History speaks wherever one sits inside the lovingly restored Black landmark home on Gorrell Street minutes from downtown Greensboro, North Carolina. For the first time in more than half a century, guests can spend the night at The Historic Magnolia House. Their stay will wrap them in the warmth of a boutique hotel that once welcomed Black travelers shut out of white establishments by Jim Crow laws and practices.
“I have the best front-row seat in the house because I am sitting here every day continuing to learn more and more about the history and stories within these walls. I’m just a steward of the house. It is the house that has the stories,” says Natalie Miller, owner of The Historic Magnolia House.
“It’s up to myself and my team to make sure that we share those stories and educate the community. That is why it is so important to complete the work that we are doing.”
Preserving Past Glory
The stories come from the people who witnessed the comings and goings of the impressive celebrity guests who once stayed at the Green Book hotel listed on the National Register of Historic Places. Miller sees the preservation and celebration of the landmark her duty.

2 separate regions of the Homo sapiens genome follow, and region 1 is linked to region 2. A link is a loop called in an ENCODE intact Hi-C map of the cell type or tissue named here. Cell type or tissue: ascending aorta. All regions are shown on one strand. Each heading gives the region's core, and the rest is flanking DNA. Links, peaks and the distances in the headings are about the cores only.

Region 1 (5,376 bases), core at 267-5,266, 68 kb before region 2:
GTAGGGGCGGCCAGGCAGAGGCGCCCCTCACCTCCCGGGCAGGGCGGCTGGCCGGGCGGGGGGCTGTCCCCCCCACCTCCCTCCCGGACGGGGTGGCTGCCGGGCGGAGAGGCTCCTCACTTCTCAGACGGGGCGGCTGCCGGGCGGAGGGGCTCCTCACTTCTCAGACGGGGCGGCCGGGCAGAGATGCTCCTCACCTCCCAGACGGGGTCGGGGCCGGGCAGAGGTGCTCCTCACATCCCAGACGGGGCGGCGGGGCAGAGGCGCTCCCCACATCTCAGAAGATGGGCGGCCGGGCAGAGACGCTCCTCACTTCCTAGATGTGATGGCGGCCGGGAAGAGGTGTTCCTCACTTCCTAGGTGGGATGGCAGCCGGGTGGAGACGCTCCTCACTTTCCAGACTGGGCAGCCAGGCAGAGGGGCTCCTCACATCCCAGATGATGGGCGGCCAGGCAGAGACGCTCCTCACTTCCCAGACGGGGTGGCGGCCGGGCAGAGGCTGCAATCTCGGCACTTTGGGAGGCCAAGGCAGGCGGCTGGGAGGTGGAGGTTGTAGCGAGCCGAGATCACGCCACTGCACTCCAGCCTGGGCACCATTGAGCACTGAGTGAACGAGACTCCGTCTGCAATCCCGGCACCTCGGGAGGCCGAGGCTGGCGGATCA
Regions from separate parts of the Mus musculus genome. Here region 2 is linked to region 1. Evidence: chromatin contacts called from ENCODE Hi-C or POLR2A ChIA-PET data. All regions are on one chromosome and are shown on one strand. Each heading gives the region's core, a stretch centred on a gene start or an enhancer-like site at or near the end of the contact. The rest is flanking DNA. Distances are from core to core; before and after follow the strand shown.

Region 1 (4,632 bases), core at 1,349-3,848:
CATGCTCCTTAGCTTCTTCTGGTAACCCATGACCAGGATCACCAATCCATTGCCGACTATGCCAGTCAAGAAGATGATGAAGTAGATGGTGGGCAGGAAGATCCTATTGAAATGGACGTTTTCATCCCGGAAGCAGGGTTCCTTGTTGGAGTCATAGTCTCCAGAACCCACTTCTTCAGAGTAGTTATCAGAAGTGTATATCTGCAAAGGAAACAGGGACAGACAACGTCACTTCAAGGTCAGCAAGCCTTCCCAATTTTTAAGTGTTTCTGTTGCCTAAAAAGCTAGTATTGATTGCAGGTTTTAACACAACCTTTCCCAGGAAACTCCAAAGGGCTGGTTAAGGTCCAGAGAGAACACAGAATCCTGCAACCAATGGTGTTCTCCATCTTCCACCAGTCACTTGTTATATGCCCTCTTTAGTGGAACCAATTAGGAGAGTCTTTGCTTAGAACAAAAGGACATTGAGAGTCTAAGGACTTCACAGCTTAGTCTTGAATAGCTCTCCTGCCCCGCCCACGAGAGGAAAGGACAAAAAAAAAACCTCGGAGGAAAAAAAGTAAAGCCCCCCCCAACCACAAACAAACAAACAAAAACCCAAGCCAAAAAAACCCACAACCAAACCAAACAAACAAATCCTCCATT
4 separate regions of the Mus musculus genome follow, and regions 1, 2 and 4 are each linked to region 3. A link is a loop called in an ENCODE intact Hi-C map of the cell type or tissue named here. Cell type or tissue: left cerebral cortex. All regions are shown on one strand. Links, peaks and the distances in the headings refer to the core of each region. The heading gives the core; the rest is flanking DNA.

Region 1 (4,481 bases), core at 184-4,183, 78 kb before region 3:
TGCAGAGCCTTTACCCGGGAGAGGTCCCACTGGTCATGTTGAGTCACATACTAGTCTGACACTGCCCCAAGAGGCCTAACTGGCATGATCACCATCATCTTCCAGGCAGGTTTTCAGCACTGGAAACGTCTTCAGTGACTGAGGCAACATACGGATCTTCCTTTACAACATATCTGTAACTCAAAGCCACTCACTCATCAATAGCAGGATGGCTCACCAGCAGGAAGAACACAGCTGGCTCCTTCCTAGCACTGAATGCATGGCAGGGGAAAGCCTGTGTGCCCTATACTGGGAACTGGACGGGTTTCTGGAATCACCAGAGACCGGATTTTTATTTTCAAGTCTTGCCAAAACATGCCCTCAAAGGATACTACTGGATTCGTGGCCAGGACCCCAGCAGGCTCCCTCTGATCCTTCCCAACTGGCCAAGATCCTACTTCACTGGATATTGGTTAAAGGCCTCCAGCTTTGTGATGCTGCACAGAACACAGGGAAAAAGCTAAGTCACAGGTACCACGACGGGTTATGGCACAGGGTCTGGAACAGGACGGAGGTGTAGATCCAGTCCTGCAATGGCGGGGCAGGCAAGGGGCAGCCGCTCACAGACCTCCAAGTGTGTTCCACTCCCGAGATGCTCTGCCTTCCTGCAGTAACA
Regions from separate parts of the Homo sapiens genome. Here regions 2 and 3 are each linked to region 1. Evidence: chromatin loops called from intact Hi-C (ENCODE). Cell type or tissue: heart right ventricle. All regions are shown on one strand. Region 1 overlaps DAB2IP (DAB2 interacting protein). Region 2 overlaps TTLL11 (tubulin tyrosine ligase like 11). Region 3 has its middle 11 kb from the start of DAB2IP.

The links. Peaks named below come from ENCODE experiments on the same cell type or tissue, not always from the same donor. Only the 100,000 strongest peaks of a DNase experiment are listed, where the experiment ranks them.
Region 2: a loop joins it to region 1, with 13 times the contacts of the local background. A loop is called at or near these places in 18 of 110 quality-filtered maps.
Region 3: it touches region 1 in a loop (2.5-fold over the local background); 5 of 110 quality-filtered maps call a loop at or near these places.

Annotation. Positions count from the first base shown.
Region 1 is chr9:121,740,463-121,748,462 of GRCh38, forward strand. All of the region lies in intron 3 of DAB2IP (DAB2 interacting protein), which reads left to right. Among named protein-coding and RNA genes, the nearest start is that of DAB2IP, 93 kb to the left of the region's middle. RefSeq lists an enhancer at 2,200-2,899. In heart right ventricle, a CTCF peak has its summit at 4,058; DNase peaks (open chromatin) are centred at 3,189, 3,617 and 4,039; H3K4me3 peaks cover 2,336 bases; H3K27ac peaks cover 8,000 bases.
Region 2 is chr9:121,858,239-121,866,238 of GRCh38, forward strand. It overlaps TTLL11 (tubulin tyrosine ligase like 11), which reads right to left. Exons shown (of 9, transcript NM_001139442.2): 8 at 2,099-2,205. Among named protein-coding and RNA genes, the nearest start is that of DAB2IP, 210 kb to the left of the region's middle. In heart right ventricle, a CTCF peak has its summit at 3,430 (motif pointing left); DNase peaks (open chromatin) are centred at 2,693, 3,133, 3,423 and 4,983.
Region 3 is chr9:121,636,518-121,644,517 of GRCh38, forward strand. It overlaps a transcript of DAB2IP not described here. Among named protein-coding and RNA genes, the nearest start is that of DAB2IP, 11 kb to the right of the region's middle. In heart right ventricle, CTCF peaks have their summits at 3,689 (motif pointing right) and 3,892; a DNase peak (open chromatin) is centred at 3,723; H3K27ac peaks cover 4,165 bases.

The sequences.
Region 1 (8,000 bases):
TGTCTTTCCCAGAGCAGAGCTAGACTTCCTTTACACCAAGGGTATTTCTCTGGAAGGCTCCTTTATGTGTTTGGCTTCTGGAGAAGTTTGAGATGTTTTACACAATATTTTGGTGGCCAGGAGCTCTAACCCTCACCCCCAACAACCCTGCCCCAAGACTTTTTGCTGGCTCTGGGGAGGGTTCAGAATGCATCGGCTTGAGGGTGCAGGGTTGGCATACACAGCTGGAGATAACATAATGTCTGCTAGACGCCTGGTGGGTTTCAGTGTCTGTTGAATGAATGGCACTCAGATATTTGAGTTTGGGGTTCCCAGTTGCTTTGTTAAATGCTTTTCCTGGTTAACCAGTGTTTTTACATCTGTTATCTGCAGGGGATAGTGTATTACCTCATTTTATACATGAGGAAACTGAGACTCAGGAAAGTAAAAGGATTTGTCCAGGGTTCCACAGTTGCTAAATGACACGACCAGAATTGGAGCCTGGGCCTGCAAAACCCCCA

The grand opening in January renewed the interest in the hotel from in-town visitors and out-of-state travelers. “Opening the hotel has been huge for us, and that’s what has allowed us to accomplish our mission of becoming a 100% replica of the Green Book hotels from 1949.”
World War I veteran and New York City mailman Victor H. Green created and published The Negro Motorist Green Book for 30 years, from 1936 to 1966. The guidebook provided vital information to Black travelers looking for accommodations, restaurants, gas stations and stores that welcomed people of color during America’s decades of segregation.
The Magnolia House Motel, as it was once called, appeared in six Green Book editions. After her father, Samuel Pass, completed 85 percent of the work necessary to structurally replicate the historic hotel, Miller took over the renovation. “When I think about my own bloodline of African American pioneers and their contributions to North Carolina’s Black history, it’s what you do, what you’re supposed to do. I’m motivated and fueled by just what the house represents,” she says.
In 1995, Pass bought the dilapidated house built in 1889 as a single-family residence. Former owners, the Gist family, purchased the property in 1949 and established it as a house where African American actors, writers, musicians, speakers and activists could find a safe haven while traveling to Greensboro.
By Phyllis Armstrong.